Powerful Graphics Technology Will Move the Needle for Nvidia

Powerful Graphics Technology Will Move the Needle for Nvidia



a hand holding a cell phone: NVDA stock


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NVDA stock

Today’s discerning gamer demands nothing less than the best when it comes to graphics. There’s a war going on among businesses that manufacture consumer graphics cards, and among the winners is Nvidia (NASDAQ:NVDA). The proof is in the pudding as NVDA stock has been on a tear in 2020 despite the novel coronavirus pandemic.



a laptop computer sitting on top of a table: NVDA stock


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NVDA stock

If you haven’t played any new video games in a while, you might be amazed at how far they’ve come in terms of graphics. Among the latest trends is what’s known as ray tracing. This graphics innovation renders lighting and shadows in a way that allows today’s games to appear more realistic.

As the graphics card battle heats up, investors should count on Nvidia to develop better and more powerful components. Indeed, the company is already upgrading its graphics card offerings, making it more difficult for competitors to keep up, not to mention steal Nvidia’s share of the market.

A Closer Look at NVDA Stock

Traditional value-focused and income-oriented investors might be bothered by the following stats. First of all, NVDA stock has a trailing 12-month price-earnings ratio of 101.24, which admittedly is rather high.

Then there’s NVDA stock’s paltry forward annual dividend yield of 0.12%. With that, it’s important to keep in mind that you can only earn substantial returns on NVDA shares if the price keeps going up.

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At the very least, we can say with confidence that the bulls are firmly in charge of the price action in NVDA stock. At the beginning of September, the shares were trading at close to $575 apiece. That’s quite a bit higher than the February pre-pandemic peak of around $315.

Raising the Bar

Is the stock still a good value, then? It would be worth owning at nearly any price (within reason) if the company can retain its leadership position as a graphics card innovator.

In order to meet the demands of today’s finicky gamers, Nvidia is releasing its state-of-the-art RTX graphics cards series. With this, Nvidia is embarking on what CFO Collette Kress has characterized as a “powerful upgrade cycle among gamers.”

CEO Jensen Huang even went so far as to say about the RTX graphics cards, “there’s never been a giant leap like this. And RTX brought both artificial intelligence as well as ray tracing to PC gaming … RTX, it’s a home run. We really raised the bar with computer graphics, the games are so beautiful, and it’s really, really the next level.”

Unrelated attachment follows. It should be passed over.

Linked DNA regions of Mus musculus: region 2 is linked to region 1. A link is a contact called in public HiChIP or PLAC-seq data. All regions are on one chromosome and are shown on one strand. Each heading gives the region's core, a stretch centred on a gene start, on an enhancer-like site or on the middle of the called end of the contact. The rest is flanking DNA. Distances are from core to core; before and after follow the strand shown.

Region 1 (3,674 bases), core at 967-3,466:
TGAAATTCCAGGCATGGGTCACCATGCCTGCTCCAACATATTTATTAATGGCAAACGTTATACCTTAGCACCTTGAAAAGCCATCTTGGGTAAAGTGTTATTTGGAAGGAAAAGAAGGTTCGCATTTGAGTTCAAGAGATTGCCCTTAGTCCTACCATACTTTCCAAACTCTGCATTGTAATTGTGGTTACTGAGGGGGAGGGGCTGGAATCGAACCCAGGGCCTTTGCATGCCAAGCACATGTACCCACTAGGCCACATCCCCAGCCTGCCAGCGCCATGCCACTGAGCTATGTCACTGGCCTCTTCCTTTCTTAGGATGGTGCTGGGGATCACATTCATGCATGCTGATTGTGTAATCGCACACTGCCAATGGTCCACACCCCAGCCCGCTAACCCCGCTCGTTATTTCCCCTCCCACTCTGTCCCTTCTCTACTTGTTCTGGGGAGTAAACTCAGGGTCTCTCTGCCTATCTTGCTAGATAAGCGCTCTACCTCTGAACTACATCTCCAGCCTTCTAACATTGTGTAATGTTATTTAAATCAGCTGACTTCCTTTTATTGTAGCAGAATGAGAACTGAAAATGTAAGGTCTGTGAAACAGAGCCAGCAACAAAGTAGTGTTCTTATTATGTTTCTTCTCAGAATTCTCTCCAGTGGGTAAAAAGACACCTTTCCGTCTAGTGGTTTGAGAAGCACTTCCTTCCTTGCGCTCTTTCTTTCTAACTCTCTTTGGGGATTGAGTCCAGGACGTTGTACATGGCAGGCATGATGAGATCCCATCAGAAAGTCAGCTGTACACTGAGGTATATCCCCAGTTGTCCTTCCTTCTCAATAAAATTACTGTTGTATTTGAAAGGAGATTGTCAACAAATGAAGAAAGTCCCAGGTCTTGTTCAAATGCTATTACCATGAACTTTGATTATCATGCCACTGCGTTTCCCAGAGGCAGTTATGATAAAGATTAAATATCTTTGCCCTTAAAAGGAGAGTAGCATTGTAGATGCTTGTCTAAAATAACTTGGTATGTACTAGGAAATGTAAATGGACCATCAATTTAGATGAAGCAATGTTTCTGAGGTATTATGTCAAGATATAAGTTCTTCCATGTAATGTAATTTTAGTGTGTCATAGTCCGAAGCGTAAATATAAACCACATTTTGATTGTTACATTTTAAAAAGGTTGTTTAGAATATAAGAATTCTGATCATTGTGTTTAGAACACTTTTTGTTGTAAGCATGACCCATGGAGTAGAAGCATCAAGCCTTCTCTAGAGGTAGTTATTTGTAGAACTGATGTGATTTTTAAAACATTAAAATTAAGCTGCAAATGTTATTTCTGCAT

So, the Nvidia CEO won’t win any points for modesty when it comes to the RTX graphics cards. But why be coy when you have what might conceivably be the best product in the business?

More Games, Better Components

Besides, it’s a great time to be a mainstay in the video game components business. The lineup of games to be released during the upcoming gaming season is impressive: Star Wars: Squadrons, Marvel’s Avengers, Assassin’s Creed Valhalla, Cyberpunk 2077, Spider-Man: Miles Morales, Crash Bandicoot 4 and Watch Dogs: Legion.

It’s perfectly fine if you’re not watering at the mouth over those video game titles. Just know that there are hordes of gamers out there, ready to pay a premium price for these releases.

Moreover, if any graphics cards can handle the intense requirements of these modern games, it would be the RTX series. To facilitate this, Nvidia’s RTX graphics cards utilize Turing architecture.

This helps to render ultra-realistic images on the screen through a process known as deep learning super sampling. Thus, it leverages artificial intelligence to enhances Nvidia’s already robust components.

The Bottom Line

Traditional investors don’t have to consider NVDA stock cheap if the P/E ratio bothers them. Understand, though, that there’s nothing traditional about Nvidia. The company stays on the cutting edge and, old-school metrics notwithstanding, there’s plenty of value in that.

On the date of publication, David Moadel did not have (either directly or indirectly) any positions in the securities mentioned in this article.

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